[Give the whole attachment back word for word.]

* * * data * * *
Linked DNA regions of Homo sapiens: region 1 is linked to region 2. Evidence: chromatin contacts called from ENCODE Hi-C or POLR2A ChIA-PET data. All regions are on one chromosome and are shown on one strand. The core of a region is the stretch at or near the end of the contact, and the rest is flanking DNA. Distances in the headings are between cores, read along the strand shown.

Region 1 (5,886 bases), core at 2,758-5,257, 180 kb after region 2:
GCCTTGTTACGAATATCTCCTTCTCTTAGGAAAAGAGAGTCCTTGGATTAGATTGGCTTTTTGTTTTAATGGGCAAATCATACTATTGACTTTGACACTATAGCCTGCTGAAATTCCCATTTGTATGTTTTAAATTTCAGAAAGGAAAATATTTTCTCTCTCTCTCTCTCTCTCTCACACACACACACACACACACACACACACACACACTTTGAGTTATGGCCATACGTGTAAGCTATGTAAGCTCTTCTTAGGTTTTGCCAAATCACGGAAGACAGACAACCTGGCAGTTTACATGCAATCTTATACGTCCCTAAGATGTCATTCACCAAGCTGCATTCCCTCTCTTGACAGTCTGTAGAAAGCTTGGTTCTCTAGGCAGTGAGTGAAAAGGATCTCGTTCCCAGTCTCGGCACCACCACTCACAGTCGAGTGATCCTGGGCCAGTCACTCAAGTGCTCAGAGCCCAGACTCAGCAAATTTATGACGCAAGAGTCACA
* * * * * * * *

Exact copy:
Linked DNA regions of Homo sapiens: region 1 is linked to region 2. Evidence: chromatin contacts called from ENCODE Hi-C or POLR2A ChIA-PET data. All regions are on one chromosome and are shown on one strand. The core of a region is the stretch at or near the end of the contact, and the rest is flanking DNA. Distances in the headings are between cores, read along the strand shown.

Region 1 (5,886 bases), core at 2,758-5,257, 180 kb after region 2:
GCCTTGTTACGAATATCTCCTTCTCTTAGGAAAAGAGAGTCCTTGGATTAGATTGGCTTTTTGTTTTAATGGGCAAATCATACTATTGACTTTGACACTATAGCCTGCTGAAATTCCCATTTGTATGTTTTAAATTTCAGAAAGGAAAATATTTTCTCTCTCTCTCTCTCTCTCTCACACACACACACACACACACACACACACACACACTTTGAGTTATGGCCATACGTGTAAGCTATGTAAGCTCTTCTTAGGTTTTGCCAAATCACGGAAGACAGACAACCTGGCAGTTTACATGCAATCTTATACGTCCCTAAGATGTCATTCACCAAGCTGCATTCCCTCTCTTGACAGTCTGTAGAAAGCTTGGTTCTCTAGGCAGTGAGTGAAAAGGATCTCGTTCCCAGTCTCGGCACCACCACTCACAGTCGAGTGATCCTGGGCCAGTCACTCAAGTGCTCAGAGCCCAGACTCAGCAAATTTATGACGCAAGAGTCACA